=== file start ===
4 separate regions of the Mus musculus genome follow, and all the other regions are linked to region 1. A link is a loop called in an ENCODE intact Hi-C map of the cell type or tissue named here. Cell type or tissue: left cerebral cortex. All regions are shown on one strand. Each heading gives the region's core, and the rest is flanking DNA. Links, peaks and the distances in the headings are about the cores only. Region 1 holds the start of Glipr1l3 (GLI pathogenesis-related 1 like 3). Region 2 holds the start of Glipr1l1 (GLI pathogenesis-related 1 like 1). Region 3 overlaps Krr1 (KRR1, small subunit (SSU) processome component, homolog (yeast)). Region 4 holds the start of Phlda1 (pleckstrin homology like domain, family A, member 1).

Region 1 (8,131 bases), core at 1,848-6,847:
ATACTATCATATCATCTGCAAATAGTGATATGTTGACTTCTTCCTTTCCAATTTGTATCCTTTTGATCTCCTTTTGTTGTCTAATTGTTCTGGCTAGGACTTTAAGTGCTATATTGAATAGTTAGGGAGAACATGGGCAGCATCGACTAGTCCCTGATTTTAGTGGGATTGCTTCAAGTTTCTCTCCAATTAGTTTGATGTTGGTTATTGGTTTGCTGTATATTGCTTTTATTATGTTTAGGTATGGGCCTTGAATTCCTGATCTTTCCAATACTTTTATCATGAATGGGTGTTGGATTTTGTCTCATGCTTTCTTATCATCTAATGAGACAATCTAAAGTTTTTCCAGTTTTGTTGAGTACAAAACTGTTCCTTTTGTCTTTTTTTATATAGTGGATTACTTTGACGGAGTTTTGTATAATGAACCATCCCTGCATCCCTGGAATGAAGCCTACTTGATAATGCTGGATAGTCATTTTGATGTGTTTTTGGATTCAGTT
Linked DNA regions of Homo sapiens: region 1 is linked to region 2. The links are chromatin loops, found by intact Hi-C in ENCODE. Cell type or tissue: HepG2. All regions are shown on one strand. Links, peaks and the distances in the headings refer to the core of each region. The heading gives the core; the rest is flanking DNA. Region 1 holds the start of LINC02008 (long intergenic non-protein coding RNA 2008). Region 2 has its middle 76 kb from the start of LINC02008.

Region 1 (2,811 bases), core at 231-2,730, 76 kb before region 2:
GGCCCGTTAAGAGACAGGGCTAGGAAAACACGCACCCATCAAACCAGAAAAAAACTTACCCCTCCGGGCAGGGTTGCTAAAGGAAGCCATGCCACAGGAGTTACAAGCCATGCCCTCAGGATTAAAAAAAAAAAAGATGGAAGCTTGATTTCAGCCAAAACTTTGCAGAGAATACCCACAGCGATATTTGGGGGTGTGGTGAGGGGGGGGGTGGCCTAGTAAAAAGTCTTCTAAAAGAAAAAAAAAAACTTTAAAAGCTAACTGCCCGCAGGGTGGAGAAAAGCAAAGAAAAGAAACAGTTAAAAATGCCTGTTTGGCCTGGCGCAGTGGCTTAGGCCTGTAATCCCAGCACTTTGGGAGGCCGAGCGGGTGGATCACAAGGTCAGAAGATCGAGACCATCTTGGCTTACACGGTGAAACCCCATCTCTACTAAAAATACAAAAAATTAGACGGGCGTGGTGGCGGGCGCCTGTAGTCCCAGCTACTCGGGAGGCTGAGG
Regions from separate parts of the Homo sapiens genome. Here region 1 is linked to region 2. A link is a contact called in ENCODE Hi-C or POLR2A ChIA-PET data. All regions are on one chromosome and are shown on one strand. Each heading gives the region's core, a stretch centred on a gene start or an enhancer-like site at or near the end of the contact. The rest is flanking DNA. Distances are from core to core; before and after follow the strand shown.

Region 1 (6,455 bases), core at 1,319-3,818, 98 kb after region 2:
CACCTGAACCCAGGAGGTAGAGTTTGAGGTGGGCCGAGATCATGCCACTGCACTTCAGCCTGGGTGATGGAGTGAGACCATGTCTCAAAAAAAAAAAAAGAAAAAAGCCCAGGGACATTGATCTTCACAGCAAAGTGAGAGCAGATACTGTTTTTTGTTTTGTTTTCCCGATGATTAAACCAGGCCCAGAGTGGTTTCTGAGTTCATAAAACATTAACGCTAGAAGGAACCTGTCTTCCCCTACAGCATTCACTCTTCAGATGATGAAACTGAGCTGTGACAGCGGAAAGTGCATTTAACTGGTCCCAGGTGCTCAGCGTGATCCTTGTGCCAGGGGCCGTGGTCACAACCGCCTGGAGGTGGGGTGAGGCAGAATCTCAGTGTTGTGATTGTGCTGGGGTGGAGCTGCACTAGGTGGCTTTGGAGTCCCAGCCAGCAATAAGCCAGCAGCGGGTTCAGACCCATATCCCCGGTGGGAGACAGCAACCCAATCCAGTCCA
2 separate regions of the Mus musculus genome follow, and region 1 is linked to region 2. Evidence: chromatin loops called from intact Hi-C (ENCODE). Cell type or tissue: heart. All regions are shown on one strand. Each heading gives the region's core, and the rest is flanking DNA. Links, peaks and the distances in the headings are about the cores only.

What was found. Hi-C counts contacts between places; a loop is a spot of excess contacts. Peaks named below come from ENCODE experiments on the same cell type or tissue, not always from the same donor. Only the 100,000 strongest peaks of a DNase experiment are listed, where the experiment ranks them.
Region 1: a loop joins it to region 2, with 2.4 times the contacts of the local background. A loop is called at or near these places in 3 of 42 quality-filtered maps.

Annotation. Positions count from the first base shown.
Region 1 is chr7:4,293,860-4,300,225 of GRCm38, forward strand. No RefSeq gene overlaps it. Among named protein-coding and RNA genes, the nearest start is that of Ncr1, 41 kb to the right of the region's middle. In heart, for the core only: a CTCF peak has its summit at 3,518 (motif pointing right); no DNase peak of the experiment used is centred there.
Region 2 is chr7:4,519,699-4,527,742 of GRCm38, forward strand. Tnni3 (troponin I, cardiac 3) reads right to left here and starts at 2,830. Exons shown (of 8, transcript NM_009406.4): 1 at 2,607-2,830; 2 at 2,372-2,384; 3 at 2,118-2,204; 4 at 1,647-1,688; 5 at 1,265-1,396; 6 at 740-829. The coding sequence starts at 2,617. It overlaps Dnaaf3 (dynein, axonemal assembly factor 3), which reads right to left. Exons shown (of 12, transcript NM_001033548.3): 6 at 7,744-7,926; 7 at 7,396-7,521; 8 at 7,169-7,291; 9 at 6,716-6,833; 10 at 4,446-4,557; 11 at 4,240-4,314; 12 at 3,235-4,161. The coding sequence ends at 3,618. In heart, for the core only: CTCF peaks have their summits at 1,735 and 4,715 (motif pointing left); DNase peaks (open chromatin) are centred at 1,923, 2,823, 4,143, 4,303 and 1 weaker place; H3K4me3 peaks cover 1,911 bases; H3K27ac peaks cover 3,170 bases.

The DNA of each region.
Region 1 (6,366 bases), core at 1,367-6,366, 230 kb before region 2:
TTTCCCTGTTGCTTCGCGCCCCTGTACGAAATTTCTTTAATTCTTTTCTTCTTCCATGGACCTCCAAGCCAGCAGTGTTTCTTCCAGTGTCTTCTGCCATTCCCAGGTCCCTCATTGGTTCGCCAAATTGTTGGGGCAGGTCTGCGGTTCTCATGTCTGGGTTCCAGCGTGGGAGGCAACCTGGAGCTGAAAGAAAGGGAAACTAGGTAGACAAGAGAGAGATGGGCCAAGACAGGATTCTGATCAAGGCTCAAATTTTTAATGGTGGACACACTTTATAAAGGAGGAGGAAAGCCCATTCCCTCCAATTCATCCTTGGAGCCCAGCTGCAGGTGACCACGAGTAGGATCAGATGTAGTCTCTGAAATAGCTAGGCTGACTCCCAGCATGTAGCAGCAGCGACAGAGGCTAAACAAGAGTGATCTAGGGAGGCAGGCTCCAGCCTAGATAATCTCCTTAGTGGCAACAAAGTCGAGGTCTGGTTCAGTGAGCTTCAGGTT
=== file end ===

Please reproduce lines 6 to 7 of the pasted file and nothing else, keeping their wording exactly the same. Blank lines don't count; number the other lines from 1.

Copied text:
GGCCCGTTAAGAGACAGGGCTAGGAAAACACGCACCCATCAAACCAGAAAAAAACTTACCCCTCCGGGCAGGGTTGCTAAAGGAAGCCATGCCACAGGAGTTACAAGCCATGCCCTCAGGATTAAAAAAAAAAAAGATGGAAGCTTGATTTCAGCCAAAACTTTGCAGAGAATACCCACAGCGATATTTGGGGGTGTGGTGAGGGGGGGGGTGGCCTAGTAAAAAGTCTTCTAAAAGAAAAAAAAAAACTTTAAAAGCTAACTGCCCGCAGGGTGGAGAAAAGCAAAGAAAAGAAACAGTTAAAAATGCCTGTTTGGCCTGGCGCAGTGGCTTAGGCCTGTAATCCCAGCACTTTGGGAGGCCGAGCGGGTGGATCACAAGGTCAGAAGATCGAGACCATCTTGGCTTACACGGTGAAACCCCATCTCTACTAAAAATACAAAAAATTAGACGGGCGTGGTGGCGGGCGCCTGTAGTCCCAGCTACTCGGGAGGCTGAGG
Regions from separate parts of the Homo sapiens genome. Here region 1 is linked to region 2. A link is a contact called in ENCODE Hi-C or POLR2A ChIA-PET data. All regions are on one chromosome and are shown on one strand. Each heading gives the region's core, a stretch centred on a gene start or an enhancer-like site at or near the end of the contact. The rest is flanking DNA. Distances are from core to core; before and after follow the strand shown.